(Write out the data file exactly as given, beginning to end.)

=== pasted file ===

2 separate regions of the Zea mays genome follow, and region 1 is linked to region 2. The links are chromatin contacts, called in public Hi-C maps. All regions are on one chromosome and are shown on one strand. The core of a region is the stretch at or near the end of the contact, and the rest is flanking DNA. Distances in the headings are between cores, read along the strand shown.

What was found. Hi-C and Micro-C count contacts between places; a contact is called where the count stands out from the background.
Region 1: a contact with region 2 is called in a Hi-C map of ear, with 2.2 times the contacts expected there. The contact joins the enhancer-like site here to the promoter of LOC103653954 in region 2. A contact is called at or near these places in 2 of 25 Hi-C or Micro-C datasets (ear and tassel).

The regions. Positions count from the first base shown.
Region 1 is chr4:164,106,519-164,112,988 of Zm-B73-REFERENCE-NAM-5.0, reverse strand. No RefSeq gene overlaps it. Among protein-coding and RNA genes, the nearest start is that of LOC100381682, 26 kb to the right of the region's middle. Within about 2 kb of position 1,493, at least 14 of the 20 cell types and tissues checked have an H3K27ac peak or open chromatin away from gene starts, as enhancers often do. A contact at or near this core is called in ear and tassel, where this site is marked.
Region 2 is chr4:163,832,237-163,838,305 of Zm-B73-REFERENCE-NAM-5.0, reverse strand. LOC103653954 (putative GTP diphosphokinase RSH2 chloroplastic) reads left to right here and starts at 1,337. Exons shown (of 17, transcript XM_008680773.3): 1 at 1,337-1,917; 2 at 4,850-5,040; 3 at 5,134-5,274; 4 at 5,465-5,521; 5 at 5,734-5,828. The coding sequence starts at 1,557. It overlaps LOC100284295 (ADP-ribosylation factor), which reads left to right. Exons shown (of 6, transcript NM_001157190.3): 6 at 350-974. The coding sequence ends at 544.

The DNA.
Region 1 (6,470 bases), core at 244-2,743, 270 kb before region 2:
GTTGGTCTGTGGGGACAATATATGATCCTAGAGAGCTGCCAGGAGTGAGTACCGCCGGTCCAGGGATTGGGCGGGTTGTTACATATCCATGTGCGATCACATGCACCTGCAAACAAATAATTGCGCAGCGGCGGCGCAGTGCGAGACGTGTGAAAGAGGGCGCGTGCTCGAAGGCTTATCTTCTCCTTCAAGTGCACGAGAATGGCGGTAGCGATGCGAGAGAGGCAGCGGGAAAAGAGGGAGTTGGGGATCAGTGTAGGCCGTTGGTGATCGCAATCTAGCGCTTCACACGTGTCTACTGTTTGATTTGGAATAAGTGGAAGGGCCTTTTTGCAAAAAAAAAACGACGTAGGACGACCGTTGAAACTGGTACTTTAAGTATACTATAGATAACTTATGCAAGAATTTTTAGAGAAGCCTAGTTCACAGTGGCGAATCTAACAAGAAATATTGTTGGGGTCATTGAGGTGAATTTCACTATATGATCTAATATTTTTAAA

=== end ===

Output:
2 separate regions of the Zea mays genome follow, and region 1 is linked to region 2. The links are chromatin contacts, called in public Hi-C maps. All regions are on one chromosome and are shown on one strand. The core of a region is the stretch at or near the end of the contact, and the rest is flanking DNA. Distances in the headings are between cores, read along the strand shown.

What was found. Hi-C and Micro-C count contacts between places; a contact is called where the count stands out from the background.
Region 1: a contact with region 2 is called in a Hi-C map of ear, with 2.2 times the contacts expected there. The contact joins the enhancer-like site here to the promoter of LOC103653954 in region 2. A contact is called at or near these places in 2 of 25 Hi-C or Micro-C datasets (ear and tassel).

The regions. Positions count from the first base shown.
Region 1 is chr4:164,106,519-164,112,988 of Zm-B73-REFERENCE-NAM-5.0, reverse strand. No RefSeq gene overlaps it. Among protein-coding and RNA genes, the nearest start is that of LOC100381682, 26 kb to the right of the region's middle. Within about 2 kb of position 1,493, at least 14 of the 20 cell types and tissues checked have an H3K27ac peak or open chromatin away from gene starts, as enhancers often do. A contact at or near this core is called in ear and tassel, where this site is marked.
Region 2 is chr4:163,832,237-163,838,305 of Zm-B73-REFERENCE-NAM-5.0, reverse strand. LOC103653954 (putative GTP diphosphokinase RSH2 chloroplastic) reads left to right here and starts at 1,337. Exons shown (of 17, transcript XM_008680773.3): 1 at 1,337-1,917; 2 at 4,850-5,040; 3 at 5,134-5,274; 4 at 5,465-5,521; 5 at 5,734-5,828. The coding sequence starts at 1,557. It overlaps LOC100284295 (ADP-ribosylation factor), which reads left to right. Exons shown (of 6, transcript NM_001157190.3): 6 at 350-974. The coding sequence ends at 544.

The DNA.
Region 1 (6,470 bases), core at 244-2,743, 270 kb before region 2:
GTTGGTCTGTGGGGACAATATATGATCCTAGAGAGCTGCCAGGAGTGAGTACCGCCGGTCCAGGGATTGGGCGGGTTGTTACATATCCATGTGCGATCACATGCACCTGCAAACAAATAATTGCGCAGCGGCGGCGCAGTGCGAGACGTGTGAAAGAGGGCGCGTGCTCGAAGGCTTATCTTCTCCTTCAAGTGCACGAGAATGGCGGTAGCGATGCGAGAGAGGCAGCGGGAAAAGAGGGAGTTGGGGATCAGTGTAGGCCGTTGGTGATCGCAATCTAGCGCTTCACACGTGTCTACTGTTTGATTTGGAATAAGTGGAAGGGCCTTTTTGCAAAAAAAAAACGACGTAGGACGACCGTTGAAACTGGTACTTTAAGTATACTATAGATAACTTATGCAAGAATTTTTAGAGAAGCCTAGTTCACAGTGGCGAATCTAACAAGAAATATTGTTGGGGTCATTGAGGTGAATTTCACTATATGATCTAATATTTTTAAA